For those who participate in the Walk with a Doc program, a walk in the park can become much more.
For the past two years, hundreds have gathered at local parks to join a health professional for a walk — taking advantage of an opportunity to get some exercise while chatting with a local physician.
What began as a grassroots effort has expanded across the United States, with Franciscan Health implementing the program systemwide in 2016. The program, which is open to the public, encourages healthy physical activity for people of all ages and ability levels, said Allison Armstrong, a community health specialist and coordinator and facilitator of the walks at Franciscan this year.
“It is beneficial in reversing the effects of a sedentary lifestyle and also serves as an opportunity for community members to connect with a medical professional in a different setting, ask questions and cultivate meaningful discussion,” she said.
Walk with a Doc was started in 2005 by Dr. David Sabgir, a cardiologist in Columbus, Ohio. Frustrated with his inability to effect behavior change in the clinical setting, he invited patients to go for a walk with him in a local park on a spring Saturday morning, according to the organization’s website.
For Michael Meska, director of respiratory therapy at Franciscan's Dyer, Hammond and Munster locations, leading a group allowed him to discuss topics relevant to the participants.
“For me, the discussions were a good collaboration and convergence of seeking answers to relevant, present-day health questions and concerns,” Meska said. “After exchanging some information about our work and life experiences, the walkers asked some related questions.”
Walks typically take place at a public park or space with a walking path, Armstrong said. The current session, which runs through mid-June, takes place at Wicker Memorial Park in Highland. A 10-week session kicks off Aug. 23 at the Lake County Fairgrounds in Crown Point.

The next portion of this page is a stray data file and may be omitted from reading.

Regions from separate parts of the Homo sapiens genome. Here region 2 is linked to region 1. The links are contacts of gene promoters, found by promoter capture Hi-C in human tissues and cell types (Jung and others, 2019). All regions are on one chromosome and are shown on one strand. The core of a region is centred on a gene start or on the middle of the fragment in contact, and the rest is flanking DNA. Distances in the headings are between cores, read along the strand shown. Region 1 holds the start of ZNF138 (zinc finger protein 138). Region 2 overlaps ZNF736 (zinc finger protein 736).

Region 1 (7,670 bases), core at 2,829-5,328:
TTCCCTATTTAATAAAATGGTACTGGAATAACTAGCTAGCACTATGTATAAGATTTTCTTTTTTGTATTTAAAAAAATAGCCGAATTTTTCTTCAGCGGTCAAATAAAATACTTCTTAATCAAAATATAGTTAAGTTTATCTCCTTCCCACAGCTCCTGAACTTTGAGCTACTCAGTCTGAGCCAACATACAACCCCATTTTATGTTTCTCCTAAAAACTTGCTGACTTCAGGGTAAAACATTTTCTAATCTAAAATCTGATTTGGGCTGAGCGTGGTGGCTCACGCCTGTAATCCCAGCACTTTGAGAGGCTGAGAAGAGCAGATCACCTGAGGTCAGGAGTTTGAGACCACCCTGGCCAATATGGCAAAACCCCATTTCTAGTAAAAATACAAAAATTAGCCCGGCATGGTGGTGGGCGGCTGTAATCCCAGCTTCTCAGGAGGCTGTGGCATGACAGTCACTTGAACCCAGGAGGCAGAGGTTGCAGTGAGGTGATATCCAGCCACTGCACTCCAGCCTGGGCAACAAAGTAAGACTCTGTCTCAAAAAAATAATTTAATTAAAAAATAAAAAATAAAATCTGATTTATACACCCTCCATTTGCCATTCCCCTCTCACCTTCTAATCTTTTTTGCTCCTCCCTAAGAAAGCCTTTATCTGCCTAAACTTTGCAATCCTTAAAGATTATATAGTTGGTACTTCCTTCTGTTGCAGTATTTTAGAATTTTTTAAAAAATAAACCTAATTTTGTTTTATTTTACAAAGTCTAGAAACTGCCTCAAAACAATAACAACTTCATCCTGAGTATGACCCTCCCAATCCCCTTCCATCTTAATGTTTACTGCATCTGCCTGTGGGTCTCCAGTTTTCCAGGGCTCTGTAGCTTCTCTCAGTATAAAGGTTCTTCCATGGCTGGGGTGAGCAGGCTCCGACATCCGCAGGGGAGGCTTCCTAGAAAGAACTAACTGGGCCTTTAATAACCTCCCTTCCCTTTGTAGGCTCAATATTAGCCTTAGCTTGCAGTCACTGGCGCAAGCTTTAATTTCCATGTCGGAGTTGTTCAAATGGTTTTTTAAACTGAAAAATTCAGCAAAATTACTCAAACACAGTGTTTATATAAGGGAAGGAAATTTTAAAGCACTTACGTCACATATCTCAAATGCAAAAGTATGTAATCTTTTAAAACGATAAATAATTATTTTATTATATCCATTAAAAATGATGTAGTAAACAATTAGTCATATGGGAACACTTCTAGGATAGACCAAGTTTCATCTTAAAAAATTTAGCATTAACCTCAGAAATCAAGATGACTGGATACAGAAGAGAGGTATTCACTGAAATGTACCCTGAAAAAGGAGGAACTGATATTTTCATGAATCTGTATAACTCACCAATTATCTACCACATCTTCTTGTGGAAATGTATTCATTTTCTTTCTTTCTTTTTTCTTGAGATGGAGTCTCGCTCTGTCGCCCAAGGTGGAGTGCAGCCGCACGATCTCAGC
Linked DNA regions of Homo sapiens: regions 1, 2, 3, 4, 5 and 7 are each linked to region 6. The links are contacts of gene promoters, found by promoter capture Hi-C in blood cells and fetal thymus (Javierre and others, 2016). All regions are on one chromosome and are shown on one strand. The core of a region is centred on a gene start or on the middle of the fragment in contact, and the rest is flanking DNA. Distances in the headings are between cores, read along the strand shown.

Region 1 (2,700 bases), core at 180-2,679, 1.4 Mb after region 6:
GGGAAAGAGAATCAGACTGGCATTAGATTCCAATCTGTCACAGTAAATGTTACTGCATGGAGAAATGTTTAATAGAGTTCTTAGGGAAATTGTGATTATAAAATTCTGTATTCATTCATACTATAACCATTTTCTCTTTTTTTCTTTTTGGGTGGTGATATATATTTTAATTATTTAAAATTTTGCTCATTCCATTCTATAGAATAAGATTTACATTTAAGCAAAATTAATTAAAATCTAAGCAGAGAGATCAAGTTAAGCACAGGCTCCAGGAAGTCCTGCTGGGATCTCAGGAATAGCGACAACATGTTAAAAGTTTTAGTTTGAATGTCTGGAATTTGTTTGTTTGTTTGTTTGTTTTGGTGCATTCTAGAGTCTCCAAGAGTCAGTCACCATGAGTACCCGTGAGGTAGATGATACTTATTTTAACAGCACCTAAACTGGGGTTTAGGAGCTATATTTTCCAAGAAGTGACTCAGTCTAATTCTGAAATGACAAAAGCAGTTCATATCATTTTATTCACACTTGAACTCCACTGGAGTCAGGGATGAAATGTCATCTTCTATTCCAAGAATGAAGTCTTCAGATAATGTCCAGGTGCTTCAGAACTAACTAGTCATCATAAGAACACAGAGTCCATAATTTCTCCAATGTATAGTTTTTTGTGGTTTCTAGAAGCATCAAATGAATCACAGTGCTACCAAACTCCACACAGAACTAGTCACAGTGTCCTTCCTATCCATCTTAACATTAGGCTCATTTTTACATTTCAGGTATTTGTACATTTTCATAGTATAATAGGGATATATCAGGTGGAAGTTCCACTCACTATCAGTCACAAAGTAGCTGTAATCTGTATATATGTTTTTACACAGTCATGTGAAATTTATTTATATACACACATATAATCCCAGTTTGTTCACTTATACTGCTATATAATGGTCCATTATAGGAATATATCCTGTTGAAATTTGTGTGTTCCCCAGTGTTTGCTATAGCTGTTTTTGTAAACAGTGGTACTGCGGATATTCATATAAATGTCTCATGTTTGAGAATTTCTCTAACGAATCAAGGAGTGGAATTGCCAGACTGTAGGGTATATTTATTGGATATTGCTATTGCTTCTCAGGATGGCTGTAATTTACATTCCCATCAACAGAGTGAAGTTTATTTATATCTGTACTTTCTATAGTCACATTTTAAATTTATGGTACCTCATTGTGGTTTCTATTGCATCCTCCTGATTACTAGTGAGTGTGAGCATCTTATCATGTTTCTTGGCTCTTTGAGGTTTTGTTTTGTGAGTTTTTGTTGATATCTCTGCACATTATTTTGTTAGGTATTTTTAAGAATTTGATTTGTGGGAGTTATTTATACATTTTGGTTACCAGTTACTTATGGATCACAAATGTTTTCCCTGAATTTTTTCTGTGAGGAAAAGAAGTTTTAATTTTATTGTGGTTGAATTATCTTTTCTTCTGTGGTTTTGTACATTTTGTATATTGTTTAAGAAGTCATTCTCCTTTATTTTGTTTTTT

Walks are scheduled for an hour, starting with a short talk by the leader, but participants are welcome to continue after that, Armstrong said.
“The walks have helped to create a sense of community in a shared common goal of leading a healthier life,” she said. “After listening and conversing with one of our docs or staff members and walking for as long as one cares to, all individuals come out of that hour as a more physically active, connected and informed member of the community.”
Topics addressed at each walk cover a spectrum of health conditions.
Amy Pleasant, wellness supervisor for Franciscan WELLCARE, led a session that focused on prediabetes and diabetes.
“They asked a lot of great questions related to the topic of prediabetes, and I was able to stay for a bit after the walk to discuss with one of the community members his experiences with prediabetes,” she said. “I was glad I was able to answer their questions and provide further information. I was happy to help, but I will admit, it was equally as rewarding for me.”
For more information on locations, visit walkwithadoc.org/our-locations/franciscanhealth.
For more information on Franciscan Health’s program, visit franciscanhealth.org/news-and-events/events/walk-doc-highland.